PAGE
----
2/12/08 Lexington Herald Leader
Democrats need to understand that racism and sexism still
count in elections
When all the chess pieces are lined up, who is really best suited to beat
John McCain? Hillary Clinton or Barack Obama, the white woman or the black
Both come with baggage -- hers attached to her gender, his to his skin color
-- that has nothing to do with their ability to govern. Sorry, but race and
gender do still count, even in a day when many of us wish they did not. And
there will be a point when many a voter will enter the voting booth, away
from glaring eyes or politically correct drumbeats, and cast a vote that
will be influenced at least in part by gender and race.
It's no head-scratcher to figure out why Clinton garnered more female voters
and Obama more African Americans on Super Tuesday.
In the final primary weeks, Democrats should ask themselves this question:
Is the United States more prone to racism or to sexism? And how should the
answer affect party strategy if the goal is a Democratic White House.
I vote sexist. Clinton haters are much more numerous and vocal than those
who can't stomach the idea of a black man globetrotting for the next four
years on Air Force One.
It's ironic that women got the vote more than four decades before blacks
were effectively enfranchised, yet it is only now that either women or
blacks are getting a chance to elect one of their own to the highest office
in the land. It's more ironic still that the black candidate may have a
better chance of overcoming prejudice and actually winning the presidency.
True, the hardcore racists do not care if Obama is half-black, 10 drops or
dark as coal. But, then, those folks weren't going to vote Democratic in the
first place. No doubt Obama has a security detail unequaled by any other
presidential candidate. I'd lay money he has had death threats that no other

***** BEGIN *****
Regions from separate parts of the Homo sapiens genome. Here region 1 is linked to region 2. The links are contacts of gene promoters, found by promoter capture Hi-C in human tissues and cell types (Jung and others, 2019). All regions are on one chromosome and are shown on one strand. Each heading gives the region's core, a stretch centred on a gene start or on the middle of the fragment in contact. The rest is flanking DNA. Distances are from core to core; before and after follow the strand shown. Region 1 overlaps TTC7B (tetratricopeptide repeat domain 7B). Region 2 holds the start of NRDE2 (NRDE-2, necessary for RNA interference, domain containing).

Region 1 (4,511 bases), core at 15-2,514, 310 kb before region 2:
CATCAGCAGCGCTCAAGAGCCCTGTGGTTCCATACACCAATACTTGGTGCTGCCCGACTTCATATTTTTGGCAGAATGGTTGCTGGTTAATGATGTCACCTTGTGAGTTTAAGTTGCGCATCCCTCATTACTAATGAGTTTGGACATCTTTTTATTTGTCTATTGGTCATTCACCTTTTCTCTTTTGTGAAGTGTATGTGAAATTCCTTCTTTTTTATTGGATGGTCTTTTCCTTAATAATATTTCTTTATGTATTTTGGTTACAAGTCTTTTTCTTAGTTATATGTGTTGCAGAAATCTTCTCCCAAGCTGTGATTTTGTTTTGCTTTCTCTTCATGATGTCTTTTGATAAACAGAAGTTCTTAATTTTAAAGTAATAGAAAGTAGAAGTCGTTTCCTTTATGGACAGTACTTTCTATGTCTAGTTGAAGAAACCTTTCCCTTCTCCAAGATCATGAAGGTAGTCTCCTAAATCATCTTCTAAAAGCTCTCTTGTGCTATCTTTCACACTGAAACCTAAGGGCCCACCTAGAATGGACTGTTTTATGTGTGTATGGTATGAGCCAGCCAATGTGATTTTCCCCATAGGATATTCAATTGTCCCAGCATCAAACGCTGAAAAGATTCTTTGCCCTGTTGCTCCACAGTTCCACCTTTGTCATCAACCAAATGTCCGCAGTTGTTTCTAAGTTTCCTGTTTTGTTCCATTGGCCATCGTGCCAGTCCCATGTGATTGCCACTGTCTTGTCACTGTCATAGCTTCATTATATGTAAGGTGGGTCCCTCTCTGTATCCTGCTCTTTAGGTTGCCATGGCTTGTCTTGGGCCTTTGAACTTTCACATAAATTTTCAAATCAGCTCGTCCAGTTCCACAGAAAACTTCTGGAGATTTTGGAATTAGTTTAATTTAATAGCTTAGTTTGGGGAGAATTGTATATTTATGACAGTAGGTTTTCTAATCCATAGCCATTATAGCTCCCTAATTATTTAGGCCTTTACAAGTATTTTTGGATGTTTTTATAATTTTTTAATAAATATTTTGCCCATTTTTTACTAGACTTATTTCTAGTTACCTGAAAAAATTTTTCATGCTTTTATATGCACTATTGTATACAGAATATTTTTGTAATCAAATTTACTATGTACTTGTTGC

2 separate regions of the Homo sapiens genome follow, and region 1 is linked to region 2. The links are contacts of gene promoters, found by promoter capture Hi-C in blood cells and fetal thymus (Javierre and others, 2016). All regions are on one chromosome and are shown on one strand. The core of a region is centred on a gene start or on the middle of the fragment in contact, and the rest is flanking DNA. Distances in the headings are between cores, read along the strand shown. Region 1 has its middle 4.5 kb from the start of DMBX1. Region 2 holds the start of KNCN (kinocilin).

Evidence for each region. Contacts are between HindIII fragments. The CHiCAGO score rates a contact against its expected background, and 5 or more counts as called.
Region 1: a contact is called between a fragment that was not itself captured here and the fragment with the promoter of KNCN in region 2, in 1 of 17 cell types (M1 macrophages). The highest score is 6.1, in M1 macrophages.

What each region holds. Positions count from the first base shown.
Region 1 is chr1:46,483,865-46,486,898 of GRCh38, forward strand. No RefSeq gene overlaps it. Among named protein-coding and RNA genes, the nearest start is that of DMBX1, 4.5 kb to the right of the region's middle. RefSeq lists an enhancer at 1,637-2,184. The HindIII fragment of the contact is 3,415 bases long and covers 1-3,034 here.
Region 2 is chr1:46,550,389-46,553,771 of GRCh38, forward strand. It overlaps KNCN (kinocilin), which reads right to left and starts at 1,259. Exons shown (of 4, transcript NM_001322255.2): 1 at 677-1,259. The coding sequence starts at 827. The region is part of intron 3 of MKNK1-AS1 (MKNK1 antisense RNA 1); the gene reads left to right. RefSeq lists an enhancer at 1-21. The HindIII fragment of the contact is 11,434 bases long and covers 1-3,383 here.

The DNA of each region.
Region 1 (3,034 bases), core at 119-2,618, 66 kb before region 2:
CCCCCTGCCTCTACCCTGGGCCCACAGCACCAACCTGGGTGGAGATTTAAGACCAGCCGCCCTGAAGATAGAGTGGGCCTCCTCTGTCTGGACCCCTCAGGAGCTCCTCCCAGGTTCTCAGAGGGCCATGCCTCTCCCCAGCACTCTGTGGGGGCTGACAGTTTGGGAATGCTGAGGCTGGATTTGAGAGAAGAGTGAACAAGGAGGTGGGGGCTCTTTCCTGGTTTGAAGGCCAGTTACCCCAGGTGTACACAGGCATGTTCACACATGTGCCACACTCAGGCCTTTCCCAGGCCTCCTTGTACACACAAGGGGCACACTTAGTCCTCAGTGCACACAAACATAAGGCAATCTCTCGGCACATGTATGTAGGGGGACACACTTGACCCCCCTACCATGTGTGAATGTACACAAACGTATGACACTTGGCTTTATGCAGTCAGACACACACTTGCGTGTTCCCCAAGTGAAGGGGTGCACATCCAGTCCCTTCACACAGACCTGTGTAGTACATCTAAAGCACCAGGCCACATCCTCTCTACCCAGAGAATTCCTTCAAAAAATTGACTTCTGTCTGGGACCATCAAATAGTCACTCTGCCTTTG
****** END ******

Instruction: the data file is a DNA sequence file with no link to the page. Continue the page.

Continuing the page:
candidate, including Clinton, could match. All due to his skin color.
So far, the only racially inspired scrutiny Obama has faced was early on,
when many African Americans were wondering, "Is he black enough?"
That skepticism actually helped Obama among some white voters. Not receiving
an unqualified stamp of approval from black political leaders right away
signaled that Obama was not pursuing politics as usual. And if, for a while,
African Americans wondered if he could represent their interests, the
consensus now seems to be "close enough."
John Edwards' white male supporters seemed to be crossing into the Obama
camp on Super Tuesday. He's turning into a bit of an everyman's candidate, a
political chameleon. The black/white swirl choice, with a nice topping of
Clinton doesn't have such flexibility in her image. She is a second version
of her husband, former President Bill Clinton. And he is a man who still
goads Republicans enough to drive them to vote, simply to be against a
Finally, Hillary Clinton was not whining to note early in her campaign that
she was taking extra flak for her femininity or lack thereof. It remains
more excusable to say rude things about women in public than it does to cast
Ask Don Imus. He managed to crudely slam the Rutgers women's basketball team
based on their gender and their race in one verbal assault. But the strength
of the backlash was largely fueled by the fact the young women were black.
Hillary Clinton was scrutinized for possibly showing cleavage, accused of
crying on cue and chastised for wearing too much color (and too little) and
pantsuits instead of skirts.
Petty drivel, all of it. No male candidate would ever be put under such a
Meanwhile, the Republicans are eating their own. John McCain might start
sounding more pious to engage conservative Republicans. But if he reaches
too far, he'll turn off the independents likely to take a chance on Obama's
message of bipartisan cooperation.
The United States might be ready to elect a woman, just not this one.
Especially not when the alternative option -- Obama -- continues to hold his
Heck of a mirror this 2008 Presidential campaign is holding up to America.